• Prior to uplisting, attend some investor conferences where exchange-listed industry peers with market caps above $500 million are presenting. Pay particular attention to the length, tone, and quality of their slide presentations, as well as the preparedness and demeanor of the CEOs/CFOs.
  • CEOs and CFOs of uplisted companies, in particular, need to speak as if their companies depend upon it – because they do. Experienced small-cap investors are betting on “jockeys,” not “horses,” and great jockeys speak carefully, conservatively, and respectfully.  Ask any company that has successfully uplisted, and their executives will concur that they weren’t prepared for the communications skills that were required.
  • If the CEO of your company hasn’t done appreciable amounts of public speaking, they should consider joining the local affiliate of Toastmasters during the year before the expected uplisting.

Sell stock to the right audience

Most companies that uplist have predominantly retail shareholder bases (i.e., their investors are mostly nonprofessional investors).  Most companies that uplist also have stocks that trade less than $250,000 of stock per day.[2]   For reasons we cover in this piece about trading volume, most institutional investors (i.e., professional investors) are mathematically foreclosed from buying stocks that trade less than $250,000 per day, whether they like your company or not.

Unfortunately, due to either ignorance or disingenuous advice, myriad uplisted companies with daily trading volume less than $250,000 waste enormous amounts of time and money endlessly meeting around the country with institutional investors, who simply can’t buy their stock – and won’t.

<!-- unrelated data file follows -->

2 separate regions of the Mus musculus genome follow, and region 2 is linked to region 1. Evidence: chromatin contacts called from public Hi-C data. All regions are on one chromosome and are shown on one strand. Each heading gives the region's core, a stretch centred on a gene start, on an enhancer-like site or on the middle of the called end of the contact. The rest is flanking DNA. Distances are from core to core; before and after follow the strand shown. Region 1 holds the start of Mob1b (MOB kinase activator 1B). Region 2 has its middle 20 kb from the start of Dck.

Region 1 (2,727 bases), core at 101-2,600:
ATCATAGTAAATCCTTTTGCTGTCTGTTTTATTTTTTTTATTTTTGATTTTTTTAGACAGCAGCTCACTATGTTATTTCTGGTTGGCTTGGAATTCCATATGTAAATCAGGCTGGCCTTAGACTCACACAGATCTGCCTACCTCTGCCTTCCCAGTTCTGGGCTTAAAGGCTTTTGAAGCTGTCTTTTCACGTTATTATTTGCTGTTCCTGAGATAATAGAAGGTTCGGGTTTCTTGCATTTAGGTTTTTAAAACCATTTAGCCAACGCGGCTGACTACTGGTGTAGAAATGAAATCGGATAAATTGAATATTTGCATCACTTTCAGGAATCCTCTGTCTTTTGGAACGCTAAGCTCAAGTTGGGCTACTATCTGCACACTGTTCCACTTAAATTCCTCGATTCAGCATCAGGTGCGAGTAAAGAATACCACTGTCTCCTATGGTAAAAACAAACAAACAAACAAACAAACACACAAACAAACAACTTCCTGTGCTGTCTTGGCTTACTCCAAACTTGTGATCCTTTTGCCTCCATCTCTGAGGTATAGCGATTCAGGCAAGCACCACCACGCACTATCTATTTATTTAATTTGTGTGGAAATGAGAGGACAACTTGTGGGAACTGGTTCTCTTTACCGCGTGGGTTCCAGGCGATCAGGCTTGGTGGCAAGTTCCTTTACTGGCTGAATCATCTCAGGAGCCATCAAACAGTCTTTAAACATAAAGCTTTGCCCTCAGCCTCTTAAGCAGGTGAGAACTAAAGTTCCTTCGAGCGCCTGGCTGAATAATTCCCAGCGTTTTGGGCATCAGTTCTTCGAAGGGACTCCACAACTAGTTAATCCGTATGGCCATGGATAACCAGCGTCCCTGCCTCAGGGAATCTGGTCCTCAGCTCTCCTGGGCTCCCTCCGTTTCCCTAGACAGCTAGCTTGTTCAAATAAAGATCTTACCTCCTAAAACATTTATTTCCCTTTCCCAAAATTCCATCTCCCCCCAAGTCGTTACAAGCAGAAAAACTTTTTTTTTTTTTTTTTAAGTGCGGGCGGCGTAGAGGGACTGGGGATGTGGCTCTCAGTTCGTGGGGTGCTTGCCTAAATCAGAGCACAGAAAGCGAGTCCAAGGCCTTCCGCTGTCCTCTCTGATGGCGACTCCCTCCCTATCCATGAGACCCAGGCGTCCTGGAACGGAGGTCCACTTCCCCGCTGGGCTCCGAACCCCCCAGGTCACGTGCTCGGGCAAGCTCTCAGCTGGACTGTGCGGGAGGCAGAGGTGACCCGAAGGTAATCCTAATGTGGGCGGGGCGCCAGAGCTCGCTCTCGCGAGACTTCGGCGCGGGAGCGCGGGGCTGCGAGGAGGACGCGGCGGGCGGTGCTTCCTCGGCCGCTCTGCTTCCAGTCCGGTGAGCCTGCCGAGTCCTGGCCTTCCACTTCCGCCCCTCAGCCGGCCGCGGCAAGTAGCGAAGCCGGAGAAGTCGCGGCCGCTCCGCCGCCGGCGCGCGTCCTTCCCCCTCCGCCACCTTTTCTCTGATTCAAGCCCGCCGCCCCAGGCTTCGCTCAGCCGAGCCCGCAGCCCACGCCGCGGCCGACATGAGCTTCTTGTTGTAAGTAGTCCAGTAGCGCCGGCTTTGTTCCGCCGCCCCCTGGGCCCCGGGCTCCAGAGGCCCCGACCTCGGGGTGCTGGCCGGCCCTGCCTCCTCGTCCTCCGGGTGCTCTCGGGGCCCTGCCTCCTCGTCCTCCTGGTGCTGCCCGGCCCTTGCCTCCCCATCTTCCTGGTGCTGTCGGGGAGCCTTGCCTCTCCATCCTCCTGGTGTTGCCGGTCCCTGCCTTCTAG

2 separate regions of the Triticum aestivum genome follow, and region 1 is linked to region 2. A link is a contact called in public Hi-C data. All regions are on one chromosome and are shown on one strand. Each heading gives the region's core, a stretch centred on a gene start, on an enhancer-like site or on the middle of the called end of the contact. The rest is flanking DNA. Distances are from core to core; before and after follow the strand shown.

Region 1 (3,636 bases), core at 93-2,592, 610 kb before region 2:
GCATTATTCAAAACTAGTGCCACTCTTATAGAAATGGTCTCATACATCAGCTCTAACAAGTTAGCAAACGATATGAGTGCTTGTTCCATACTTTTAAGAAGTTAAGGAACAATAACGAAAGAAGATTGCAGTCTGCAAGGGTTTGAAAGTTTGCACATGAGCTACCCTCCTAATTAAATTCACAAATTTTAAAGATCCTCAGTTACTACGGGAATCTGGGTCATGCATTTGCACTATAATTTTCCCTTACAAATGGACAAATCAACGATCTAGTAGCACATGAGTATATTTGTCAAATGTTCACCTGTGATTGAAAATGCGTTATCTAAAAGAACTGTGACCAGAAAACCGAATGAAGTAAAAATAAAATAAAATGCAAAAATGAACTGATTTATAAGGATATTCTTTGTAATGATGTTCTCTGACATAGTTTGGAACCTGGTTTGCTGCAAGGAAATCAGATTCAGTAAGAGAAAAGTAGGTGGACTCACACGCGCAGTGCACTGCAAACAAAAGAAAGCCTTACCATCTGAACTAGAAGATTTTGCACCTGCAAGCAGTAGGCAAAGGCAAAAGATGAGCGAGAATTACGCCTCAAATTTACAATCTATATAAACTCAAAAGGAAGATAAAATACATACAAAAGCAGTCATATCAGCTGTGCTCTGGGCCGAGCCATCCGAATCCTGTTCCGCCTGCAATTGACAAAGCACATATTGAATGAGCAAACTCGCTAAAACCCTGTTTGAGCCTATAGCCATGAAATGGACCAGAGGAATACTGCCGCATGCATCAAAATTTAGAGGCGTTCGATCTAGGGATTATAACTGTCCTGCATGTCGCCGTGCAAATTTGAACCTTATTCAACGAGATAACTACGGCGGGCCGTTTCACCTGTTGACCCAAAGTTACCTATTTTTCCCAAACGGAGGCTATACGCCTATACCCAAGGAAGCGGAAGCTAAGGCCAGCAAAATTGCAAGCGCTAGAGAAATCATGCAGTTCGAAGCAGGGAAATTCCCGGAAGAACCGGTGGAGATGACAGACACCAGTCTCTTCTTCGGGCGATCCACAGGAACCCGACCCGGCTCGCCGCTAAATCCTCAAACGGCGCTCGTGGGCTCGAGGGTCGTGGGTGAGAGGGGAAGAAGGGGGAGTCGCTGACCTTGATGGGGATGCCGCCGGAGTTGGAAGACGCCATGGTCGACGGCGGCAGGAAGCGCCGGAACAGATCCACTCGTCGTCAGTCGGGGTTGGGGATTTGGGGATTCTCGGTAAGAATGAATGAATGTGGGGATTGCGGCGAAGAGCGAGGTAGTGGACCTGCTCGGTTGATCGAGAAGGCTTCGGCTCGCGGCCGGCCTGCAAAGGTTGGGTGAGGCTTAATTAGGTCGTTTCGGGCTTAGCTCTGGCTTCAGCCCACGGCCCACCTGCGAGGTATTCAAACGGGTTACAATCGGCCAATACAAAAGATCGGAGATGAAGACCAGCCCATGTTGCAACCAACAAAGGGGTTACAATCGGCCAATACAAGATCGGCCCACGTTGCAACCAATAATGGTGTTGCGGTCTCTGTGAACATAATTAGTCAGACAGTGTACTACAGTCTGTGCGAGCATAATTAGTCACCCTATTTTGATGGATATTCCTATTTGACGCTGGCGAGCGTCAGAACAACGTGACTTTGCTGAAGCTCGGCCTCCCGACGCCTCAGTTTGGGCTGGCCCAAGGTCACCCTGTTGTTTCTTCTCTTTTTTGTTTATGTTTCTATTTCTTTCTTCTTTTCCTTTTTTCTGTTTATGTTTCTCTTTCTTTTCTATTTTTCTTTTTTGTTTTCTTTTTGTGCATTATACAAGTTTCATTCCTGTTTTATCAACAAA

Persuading investors to buy stock in a newly uplisted company is challenging enough, so don’t make it harder – and infinitely more expensive – by meeting with the wrong audience.  No matter what your investor relations professionals are advising, uplisted companies that don’t imminently require capital infusions and trade less than $250,000 dollars per day should be focused on telling their stories to retail investors (and possibly some very small funds and family offices as daily dollar volume begins to average more than $200,000).


While it is of course a true statement that uplisting is a transaction, it is an enormous mistake for executives, their teams, and their shareholders to view uplisting as a one-day event.  Successfully uplisting requires months of planning, and then very nearly perfect execution post-transaction to become a successful exchange listed company.  Service providers and advisors who glorify/simplify the process all have one thing in common: they get paid on, or before, the day your company lists on Nasdaq or NYSE, and they have no stake whatsoever in how your company performs as an exchange listed company.

[1] There is an entire ecosystem of service providers, who make their living advising non-exchange listed companies how to uplist.  These service providers have a conflict of interest that must be understood: if your company doesn’t uplist, they don’t get paid.  Accordingly, some percentage of said service providers paint an unduly rosy portrait of uplisting. Always cross-check with other market participants as to the expected value of uplisting.

[2] Daily dollar trading volume is the product of the number of shares that trade each day multiplied by the median stock price during a given trading day.